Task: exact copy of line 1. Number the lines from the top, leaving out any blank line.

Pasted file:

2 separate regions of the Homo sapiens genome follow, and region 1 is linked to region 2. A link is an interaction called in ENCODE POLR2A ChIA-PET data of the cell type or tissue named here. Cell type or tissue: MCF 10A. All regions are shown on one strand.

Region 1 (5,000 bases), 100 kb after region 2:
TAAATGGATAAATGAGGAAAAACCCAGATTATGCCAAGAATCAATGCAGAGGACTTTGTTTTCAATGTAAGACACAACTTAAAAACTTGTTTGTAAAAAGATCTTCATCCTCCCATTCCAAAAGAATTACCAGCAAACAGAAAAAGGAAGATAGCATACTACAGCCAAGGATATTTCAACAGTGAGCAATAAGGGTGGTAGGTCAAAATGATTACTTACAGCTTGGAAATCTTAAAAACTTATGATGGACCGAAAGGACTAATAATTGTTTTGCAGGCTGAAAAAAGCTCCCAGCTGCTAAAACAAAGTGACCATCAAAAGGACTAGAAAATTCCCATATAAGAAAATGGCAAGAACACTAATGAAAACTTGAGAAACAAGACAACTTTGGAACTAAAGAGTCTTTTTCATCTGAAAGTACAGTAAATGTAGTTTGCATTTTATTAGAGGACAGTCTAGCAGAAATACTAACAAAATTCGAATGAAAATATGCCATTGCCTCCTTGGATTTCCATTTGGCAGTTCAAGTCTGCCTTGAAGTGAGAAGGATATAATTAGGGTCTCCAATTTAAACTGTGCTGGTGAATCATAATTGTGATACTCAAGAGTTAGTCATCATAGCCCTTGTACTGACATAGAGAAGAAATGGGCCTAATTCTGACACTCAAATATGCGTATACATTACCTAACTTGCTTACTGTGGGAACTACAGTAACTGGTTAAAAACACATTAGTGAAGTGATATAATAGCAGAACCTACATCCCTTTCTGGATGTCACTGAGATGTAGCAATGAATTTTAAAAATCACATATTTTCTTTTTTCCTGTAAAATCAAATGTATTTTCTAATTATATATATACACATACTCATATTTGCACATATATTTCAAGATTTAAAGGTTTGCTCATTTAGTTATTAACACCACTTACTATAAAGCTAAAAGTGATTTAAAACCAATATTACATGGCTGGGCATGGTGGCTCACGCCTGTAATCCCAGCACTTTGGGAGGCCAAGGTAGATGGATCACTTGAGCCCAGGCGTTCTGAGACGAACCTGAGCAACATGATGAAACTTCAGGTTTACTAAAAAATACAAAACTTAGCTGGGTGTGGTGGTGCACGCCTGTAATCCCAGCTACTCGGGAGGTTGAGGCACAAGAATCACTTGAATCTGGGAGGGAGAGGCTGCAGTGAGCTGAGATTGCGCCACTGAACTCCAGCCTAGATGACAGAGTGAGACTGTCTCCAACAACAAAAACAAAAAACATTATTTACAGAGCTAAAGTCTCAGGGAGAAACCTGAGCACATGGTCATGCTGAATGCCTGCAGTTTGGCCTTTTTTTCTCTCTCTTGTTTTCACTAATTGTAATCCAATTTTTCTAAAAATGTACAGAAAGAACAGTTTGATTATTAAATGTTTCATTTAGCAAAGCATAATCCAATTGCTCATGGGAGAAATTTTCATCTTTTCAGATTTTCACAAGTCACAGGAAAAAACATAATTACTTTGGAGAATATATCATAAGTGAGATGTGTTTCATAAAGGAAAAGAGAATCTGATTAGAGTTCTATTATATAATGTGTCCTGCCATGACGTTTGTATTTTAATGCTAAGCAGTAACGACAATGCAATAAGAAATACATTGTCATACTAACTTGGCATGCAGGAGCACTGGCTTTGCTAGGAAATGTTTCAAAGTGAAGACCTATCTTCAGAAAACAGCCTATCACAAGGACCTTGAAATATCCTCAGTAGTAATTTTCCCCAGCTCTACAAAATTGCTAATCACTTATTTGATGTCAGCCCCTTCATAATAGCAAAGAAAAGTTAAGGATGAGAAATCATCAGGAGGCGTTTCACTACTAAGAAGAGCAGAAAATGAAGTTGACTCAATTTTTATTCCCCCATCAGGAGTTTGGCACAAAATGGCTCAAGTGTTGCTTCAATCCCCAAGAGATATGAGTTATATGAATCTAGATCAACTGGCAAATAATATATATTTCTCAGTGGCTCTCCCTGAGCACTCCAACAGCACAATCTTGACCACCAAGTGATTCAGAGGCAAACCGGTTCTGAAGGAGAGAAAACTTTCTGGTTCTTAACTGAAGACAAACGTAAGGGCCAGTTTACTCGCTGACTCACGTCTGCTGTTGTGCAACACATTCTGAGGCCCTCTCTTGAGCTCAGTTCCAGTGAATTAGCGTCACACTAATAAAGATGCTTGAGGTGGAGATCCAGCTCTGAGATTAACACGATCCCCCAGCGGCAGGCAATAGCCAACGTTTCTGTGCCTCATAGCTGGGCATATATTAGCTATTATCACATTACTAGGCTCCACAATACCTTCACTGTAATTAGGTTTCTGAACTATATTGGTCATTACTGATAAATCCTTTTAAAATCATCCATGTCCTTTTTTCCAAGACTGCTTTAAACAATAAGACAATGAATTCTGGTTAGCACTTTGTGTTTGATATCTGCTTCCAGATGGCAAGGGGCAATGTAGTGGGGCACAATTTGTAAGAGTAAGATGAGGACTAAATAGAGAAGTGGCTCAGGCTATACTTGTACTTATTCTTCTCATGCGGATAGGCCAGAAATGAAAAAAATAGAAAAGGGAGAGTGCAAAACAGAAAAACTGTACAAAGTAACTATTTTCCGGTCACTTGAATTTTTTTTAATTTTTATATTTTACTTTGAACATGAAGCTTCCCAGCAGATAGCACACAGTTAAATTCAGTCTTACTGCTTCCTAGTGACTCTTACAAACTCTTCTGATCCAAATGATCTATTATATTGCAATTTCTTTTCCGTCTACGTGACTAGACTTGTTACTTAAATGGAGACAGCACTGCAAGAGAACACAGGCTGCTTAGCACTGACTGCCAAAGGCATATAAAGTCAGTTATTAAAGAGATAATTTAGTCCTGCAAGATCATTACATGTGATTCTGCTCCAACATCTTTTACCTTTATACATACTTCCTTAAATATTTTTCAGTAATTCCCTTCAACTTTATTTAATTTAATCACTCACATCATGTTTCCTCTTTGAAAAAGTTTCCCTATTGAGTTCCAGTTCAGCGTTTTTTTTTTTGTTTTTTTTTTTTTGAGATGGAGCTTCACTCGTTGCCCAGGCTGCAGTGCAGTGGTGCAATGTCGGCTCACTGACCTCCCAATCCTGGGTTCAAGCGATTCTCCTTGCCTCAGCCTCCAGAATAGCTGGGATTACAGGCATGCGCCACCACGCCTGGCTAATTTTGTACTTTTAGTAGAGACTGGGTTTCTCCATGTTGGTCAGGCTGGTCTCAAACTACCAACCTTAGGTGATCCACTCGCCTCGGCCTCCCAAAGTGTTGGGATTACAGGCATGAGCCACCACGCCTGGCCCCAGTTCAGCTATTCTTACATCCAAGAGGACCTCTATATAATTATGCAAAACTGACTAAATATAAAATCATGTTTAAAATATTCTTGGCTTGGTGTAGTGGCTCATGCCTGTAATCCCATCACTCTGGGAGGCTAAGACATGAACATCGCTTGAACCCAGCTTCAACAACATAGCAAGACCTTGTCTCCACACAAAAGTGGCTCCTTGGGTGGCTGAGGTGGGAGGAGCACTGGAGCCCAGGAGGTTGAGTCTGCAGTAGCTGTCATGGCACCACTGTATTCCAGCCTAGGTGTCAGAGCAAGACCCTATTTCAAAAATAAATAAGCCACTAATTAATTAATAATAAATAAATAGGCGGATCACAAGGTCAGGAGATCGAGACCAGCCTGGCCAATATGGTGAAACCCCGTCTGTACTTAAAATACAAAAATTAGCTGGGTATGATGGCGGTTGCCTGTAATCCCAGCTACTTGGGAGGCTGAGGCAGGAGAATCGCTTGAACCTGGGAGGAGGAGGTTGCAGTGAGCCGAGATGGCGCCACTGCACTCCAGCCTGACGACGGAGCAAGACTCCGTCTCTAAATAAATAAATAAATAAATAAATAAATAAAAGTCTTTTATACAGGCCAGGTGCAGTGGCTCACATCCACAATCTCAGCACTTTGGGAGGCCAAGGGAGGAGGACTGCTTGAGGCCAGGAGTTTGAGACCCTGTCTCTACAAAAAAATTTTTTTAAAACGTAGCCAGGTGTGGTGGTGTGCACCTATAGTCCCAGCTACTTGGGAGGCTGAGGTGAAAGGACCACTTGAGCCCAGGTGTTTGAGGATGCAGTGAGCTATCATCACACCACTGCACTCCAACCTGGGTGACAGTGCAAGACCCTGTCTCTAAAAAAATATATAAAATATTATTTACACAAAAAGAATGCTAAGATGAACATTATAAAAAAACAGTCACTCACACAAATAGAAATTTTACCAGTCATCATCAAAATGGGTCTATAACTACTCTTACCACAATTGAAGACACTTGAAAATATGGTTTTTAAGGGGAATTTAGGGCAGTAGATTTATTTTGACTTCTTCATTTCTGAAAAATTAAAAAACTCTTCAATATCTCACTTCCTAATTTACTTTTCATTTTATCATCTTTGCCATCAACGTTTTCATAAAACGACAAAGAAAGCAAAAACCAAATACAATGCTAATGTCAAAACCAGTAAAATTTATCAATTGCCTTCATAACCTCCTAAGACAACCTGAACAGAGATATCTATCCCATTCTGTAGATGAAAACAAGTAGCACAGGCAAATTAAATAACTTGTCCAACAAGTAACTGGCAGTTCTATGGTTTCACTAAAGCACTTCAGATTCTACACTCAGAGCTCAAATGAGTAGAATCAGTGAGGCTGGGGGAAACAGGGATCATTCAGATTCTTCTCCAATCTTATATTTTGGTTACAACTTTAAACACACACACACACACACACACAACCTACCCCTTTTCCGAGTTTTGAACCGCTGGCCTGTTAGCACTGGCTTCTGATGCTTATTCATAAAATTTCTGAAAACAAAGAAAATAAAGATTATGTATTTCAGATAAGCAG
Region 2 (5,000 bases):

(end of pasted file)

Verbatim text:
2 separate regions of the Homo sapiens genome follow, and region 1 is linked to region 2. A link is an interaction called in ENCODE POLR2A ChIA-PET data of the cell type or tissue named here. Cell type or tissue: MCF 10A. All regions are shown on one strand.